2021 was a bizarre year for auto sales, even after 2020. Both were heavily influenced by Covid and the ensuing supply chain mess, and the ongoing shortages of chips and other critical materials and components will surely linger into 2022. But the show must go on, and go on it did. While it may not look like it on paper, 2021 saw customers return to showrooms in droves, driving up demand for new cars. Here’s what they took home most often.
10 – Honda Civic
This staple has been a sales leader for Honda for decades, inching further and further ahead of the Accord as the midsize segment has contracted. It slipped from 8th place to 10th in 2021, but remained in the top 10 despite ongoing parts shortages.
9 – Toyota Highlander
Believe it or not, three-rows don’t typically crack the top 10. Just goes to show how strange 2021 really was. The Highlander was in 14th place last year, so this is a big leap for the family hauler.
8 – Jeep Grand Cherokee
This is another surprise, and a first for Jeep, if our notes are correct. The Grand Cherokee was bolstered by the addition of a new three-row model this year (Jeep combines the two for its sales reports) but keep in mind that the vast majority of volume here was actually the outgoing (as in not the brand-new 2022) two-row model. Kudos to Jeep on jumping from 15th to 8th.
7 – Nissan Rogue
The new Rogue is outselling its predecessor handily — 7th place is a four-spot bump for the little volume SUV. That’s a big win for Nissan, which could use a few of those.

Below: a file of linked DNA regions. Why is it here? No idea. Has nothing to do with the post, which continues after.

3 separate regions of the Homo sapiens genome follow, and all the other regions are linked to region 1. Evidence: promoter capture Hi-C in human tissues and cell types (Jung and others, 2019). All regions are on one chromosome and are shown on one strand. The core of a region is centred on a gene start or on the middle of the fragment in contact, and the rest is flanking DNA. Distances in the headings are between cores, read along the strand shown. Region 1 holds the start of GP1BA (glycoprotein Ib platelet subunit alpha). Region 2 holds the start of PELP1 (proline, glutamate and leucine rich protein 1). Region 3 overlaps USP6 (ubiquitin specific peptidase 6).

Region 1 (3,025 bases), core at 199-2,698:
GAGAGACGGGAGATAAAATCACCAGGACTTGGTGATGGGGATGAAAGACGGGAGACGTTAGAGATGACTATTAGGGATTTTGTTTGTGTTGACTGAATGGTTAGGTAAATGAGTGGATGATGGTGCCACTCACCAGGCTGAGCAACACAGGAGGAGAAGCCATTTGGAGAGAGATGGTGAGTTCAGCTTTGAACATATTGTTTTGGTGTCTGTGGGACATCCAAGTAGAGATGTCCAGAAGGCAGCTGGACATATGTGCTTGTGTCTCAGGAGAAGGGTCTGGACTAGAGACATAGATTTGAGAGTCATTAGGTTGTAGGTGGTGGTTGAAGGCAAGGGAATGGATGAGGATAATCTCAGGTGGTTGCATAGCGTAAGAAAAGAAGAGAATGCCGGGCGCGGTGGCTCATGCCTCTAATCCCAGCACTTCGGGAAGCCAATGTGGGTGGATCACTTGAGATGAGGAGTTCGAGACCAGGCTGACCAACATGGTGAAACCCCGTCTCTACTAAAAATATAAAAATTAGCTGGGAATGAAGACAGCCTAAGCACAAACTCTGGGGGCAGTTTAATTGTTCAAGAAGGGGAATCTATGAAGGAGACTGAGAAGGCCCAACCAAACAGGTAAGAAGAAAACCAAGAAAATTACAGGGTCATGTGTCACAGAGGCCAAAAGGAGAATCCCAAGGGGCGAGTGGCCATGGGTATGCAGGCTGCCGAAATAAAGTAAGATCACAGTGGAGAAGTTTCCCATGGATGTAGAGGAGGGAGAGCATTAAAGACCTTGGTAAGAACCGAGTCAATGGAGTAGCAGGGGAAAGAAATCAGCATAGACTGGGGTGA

6 – Toyota Camry
From here on out, the list gets a bit more predictable. The Camry slotted in 6th last year too, and it’s interesting how Toyota’s script is flipped from that of Honda, which sees more volume from its compact sedan than its midsize. The Corolla family landed in 12th. Not bad, just not this good.
5 – Honda CR-V
We said before that Honda’s midsize Accord has fallen a bit from its previous heights, but the CR-V has risen in proportion to replace it. Honda struggled with the chip shortage like everybody else in the second half, but early volume kept its year-end figures healthy despite the production shortfalls.
4 – Toyota RAV4
Meanwhile, Toyota managed to get both its midsize sedan and compact SUV into the top 10. The RAV4 is perfectly named for this position, which it also held last year.
3 – Chevrolet Silverado
Well, this one’s a biggie. GM’s combined sales of its Silverado and Sierra pickups technically makes it the largest full-size truck maker by volume in the United States, but thanks to the separate nameplates, that distinction doesn’t translate to higher placement on this list. Not only is the Silverado not in first, but it actually slipped a spot this year to third due to production constraints and the continued success of Ram’s new pickup line.
2 – Ram Pickup
Quite the coup for Stellantis. As we noted above, this was largely due to GM’s inability to build trucks due to component shortages, but Ram has been nipping at the General’s heels for years, with the two nameplates trading places often in quarterly sales results over the past few years. This was a pretty solid thumping though (a difference of 40,000 units) and to Ram’s credit, the truck line finished up 1% over last year. Silverado (down 10.8%) and F-Series (down 6.8%) can’t say the same.
1 – Ford F-Series
As predictable as always. The F-Series has been America’s best selling vehicle line basically forever. Ford’s total full-size volume has slipped behind GM’s again in recent years due to production issues even pre-Covid, but it remains the king of the hill at the end of the day (month, quarter or year).